There are many uses for the Mindemoya Old School building
EDITOR’S NOTE: The following is an open letter to the mayor and council of Central Manitoulin and has been reprinted here at the author’s request.
Dear Mayor Stephens and councillors of Central Manitoulin,
I urge you to reject the Central Manitoulin Property Committee’s recommendation to destroy the historical Mindemoya Old School, 100 years old in 2021. Now, near Christmas, during the pandemic, when it is difficult to rally opposition, the committee has chosen to wield the wrecking ball. The Old School wasn’t even on the committee’s agenda, it came up under ‘new business,’ out of the blue.
Despite what some say, council has not exhausted all alternatives. The feasibility study by Tulloch that was completed in September 2019 zeroed in on one option only, an option that did not qualify for grant money. Before that study was even completed, an opportunity arose for a building infrastructure grant, but instead of applying for the grant for the Old School, the municipality kept news of this opportunity hidden from the Old School Repurposing Committee, and instead hired the same company, Tulloch, to put together a grant for a multiplex which as envisioned would entail the demolition of the Old School, as well as the adjacent park! Now that the $15 million multiplex application has failed, it appears you would rather have it destroyed than look further or let someone else take it over.
I sat on the repurposing subcommittee, which council disbanded in November 2019. Some of us have carried on. Architects from ERA Architects in Toronto answered our plea for help from the Architectural Conservancy of Ontario, coming here in January 2020 to assess the structure, the heritage value and the potential of the Old School, pro bono. They prepared a Statement of Significance which I forwarded to council in April 2020, and they offered to make a presentation. You may not remember that you did not even reply. The ERA covering letter concluded:
“It’s our opinion that the Old School, as well as its neighbouring arena, hall and church have inherent cultural value and would likely meet the criteria in the Ontario Heritage Act (OHA) for listing or designation given its civic contribution to the area … Additional time may be required to comprehensively study various uses for the building, such as the potential location for start-up businesses or student housing for the local college, for example … ERA understands the value of the Mindemoya Old School, and together we believe we can realize the full potential of this built asset as an important component to the town’s and Island’s civic commons.”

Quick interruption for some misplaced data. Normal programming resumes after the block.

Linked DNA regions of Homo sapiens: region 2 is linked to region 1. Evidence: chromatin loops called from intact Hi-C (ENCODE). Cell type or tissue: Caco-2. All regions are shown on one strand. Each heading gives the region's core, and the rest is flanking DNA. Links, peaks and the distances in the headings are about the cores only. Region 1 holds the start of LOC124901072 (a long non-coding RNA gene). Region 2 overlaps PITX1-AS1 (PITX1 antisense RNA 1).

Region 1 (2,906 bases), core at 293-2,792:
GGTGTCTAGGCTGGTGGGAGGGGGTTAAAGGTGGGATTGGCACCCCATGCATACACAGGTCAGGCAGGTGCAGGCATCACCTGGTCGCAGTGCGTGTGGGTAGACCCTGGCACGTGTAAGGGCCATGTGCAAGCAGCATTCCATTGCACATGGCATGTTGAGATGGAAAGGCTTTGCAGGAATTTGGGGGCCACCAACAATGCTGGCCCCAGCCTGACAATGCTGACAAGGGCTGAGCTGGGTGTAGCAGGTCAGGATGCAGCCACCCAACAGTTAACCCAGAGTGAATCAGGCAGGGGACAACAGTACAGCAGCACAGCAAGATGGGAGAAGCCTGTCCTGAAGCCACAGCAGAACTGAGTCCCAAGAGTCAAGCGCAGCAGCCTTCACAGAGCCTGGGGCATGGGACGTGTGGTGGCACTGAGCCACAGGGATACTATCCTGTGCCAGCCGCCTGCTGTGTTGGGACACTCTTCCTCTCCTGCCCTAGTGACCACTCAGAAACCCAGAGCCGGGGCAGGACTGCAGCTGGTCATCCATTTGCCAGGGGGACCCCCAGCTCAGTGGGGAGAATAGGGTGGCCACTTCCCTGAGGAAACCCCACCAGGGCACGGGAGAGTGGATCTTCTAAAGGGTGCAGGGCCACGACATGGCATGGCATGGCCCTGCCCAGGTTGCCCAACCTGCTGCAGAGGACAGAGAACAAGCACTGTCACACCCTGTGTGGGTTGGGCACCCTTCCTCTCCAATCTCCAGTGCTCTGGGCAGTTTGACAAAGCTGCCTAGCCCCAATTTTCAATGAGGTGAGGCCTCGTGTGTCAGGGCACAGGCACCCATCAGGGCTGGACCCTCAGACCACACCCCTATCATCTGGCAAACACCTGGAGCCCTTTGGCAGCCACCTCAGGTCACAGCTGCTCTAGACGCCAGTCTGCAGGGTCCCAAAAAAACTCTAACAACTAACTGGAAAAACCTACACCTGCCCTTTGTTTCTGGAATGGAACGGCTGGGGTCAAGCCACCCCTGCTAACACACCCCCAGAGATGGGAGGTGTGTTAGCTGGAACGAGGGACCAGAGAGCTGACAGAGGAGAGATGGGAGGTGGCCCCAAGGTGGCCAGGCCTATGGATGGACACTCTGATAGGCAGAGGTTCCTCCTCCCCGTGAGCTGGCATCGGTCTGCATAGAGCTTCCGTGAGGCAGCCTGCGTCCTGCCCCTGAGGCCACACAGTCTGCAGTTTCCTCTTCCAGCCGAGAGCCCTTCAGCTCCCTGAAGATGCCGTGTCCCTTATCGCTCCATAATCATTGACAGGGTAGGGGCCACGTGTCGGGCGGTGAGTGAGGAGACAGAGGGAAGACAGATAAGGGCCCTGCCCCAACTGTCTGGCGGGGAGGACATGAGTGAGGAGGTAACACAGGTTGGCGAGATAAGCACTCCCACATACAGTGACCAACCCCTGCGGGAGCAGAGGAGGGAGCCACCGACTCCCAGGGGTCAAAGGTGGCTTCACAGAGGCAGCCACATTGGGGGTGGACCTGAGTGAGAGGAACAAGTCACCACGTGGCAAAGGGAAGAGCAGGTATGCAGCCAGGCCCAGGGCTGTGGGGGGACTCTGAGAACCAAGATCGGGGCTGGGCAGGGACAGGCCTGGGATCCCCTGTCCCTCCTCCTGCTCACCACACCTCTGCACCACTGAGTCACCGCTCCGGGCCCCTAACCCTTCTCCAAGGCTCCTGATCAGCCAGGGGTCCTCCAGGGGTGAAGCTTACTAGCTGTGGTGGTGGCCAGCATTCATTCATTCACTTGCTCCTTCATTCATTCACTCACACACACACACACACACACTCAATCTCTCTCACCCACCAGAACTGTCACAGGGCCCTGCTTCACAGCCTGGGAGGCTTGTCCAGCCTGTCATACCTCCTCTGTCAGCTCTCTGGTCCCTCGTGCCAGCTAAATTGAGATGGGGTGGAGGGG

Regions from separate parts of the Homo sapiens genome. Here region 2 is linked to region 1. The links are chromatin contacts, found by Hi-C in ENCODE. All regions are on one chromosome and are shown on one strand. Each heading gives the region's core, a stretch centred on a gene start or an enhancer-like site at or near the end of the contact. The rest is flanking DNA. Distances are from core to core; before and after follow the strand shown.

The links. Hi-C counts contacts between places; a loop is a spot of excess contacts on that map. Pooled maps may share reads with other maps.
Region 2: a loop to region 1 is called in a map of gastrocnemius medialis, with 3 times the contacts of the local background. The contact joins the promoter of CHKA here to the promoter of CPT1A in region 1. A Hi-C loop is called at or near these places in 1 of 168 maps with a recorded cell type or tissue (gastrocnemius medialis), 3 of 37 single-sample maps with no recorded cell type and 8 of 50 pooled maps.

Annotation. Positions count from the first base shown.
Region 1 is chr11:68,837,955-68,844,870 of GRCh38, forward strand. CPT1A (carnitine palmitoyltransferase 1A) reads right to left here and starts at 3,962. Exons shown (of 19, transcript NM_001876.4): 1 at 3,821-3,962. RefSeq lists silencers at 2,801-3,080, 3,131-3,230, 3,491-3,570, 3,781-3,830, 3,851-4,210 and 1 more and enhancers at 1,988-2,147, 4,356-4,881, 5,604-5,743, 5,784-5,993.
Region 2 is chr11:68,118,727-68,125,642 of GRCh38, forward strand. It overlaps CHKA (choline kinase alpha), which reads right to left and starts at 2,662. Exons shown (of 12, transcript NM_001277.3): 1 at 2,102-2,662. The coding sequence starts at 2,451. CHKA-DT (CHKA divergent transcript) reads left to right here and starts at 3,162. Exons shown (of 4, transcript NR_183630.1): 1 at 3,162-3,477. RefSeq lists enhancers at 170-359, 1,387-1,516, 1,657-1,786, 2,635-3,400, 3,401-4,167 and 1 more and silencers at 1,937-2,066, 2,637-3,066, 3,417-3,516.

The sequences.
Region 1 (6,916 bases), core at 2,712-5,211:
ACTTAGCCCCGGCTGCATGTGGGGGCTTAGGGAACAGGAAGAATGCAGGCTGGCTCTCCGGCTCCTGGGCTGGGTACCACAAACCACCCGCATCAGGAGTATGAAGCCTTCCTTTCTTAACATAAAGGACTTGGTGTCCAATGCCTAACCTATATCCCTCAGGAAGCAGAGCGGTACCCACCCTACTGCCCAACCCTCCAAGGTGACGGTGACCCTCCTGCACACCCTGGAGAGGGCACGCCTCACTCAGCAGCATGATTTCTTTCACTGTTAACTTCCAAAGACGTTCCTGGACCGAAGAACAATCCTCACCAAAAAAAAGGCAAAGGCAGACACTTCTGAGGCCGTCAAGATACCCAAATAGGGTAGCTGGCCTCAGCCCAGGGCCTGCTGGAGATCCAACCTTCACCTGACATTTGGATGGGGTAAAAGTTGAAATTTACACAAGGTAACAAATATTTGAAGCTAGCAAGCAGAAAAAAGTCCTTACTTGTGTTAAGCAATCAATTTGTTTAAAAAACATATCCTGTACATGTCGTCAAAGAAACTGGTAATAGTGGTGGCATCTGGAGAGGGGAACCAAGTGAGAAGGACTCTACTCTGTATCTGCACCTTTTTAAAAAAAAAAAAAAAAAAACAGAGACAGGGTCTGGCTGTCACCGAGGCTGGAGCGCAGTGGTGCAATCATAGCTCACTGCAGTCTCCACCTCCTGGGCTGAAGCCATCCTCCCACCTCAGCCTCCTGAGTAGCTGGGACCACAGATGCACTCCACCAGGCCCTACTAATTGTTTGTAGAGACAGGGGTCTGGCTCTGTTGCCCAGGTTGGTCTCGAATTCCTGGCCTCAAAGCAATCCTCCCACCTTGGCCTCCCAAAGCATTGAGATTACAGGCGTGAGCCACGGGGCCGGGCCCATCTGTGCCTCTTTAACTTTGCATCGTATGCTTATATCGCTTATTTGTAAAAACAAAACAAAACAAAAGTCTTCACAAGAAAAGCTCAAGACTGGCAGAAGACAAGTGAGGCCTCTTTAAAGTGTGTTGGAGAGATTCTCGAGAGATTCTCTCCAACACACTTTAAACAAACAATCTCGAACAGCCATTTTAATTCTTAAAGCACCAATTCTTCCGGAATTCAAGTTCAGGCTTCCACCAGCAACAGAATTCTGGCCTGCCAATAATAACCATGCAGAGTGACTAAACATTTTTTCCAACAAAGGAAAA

Last August, when we learned that the $15 million multiplex proposal was rejected, we felt a sigh of relief! In the midst of the pandemic, we did not expect you would want to spend the $115,000 to $150,000 Tulloch estimated would be needed to demolish the building.
Honestly, if the Old School was just a wooden frame building, I would not be fighting to save it even considering its 100-year history. But it is solid brick, well-constructed, built to last! Consider the Old School’s brick exterior. Clay brick is inert, naturally fireproof, it emits no gases, needs no maintenance, and is impervious to chemical leaching. It lasts almost forever, and that means it has a very low environmental cost over its life-cycle. Brick buildings in Europe are hundreds, even thousands of years old.
Bricks are a wonderful building material, and they take a lot of energy to make. To calculate roughly how much energy is embodied just in the Old School’s bricks, I estimated there are at least 12,000 bricks, that means it would take 20.4 Megawatt-hours to replace those bricks.
There are many potential uses for this building, some of which would qualify for substantial grant money. Some of these potential uses—social, recreational, artistic—were listed in the failed multiplex infrastructure grant proposal as things the community needs! I would add the acute need for affordable housing, which has lately become a focus of federal concern in much of the nation. For arts and culture, the federal Building Communities through their Arts and Heritage – Legacy Fund provides funding for community-initiated capital projects, intended for community use, up to 50 percent of eligible project expenses up to a maximum of $500,000. An arts centre would be eligible, and the Weengushk Film Institute may be interested in a partnership, which would be a wonderful addition to Mindemoya. I’m sure there could be other opportunities for other projects.
Another idea that council has never seriously entertained is the idea of advertising and selling this building as a heritage structure in order to save it. Initially I didn’t like this idea, but it is far better to let someone else take it over than to reduce the Old School to rubble. What a loss to the community!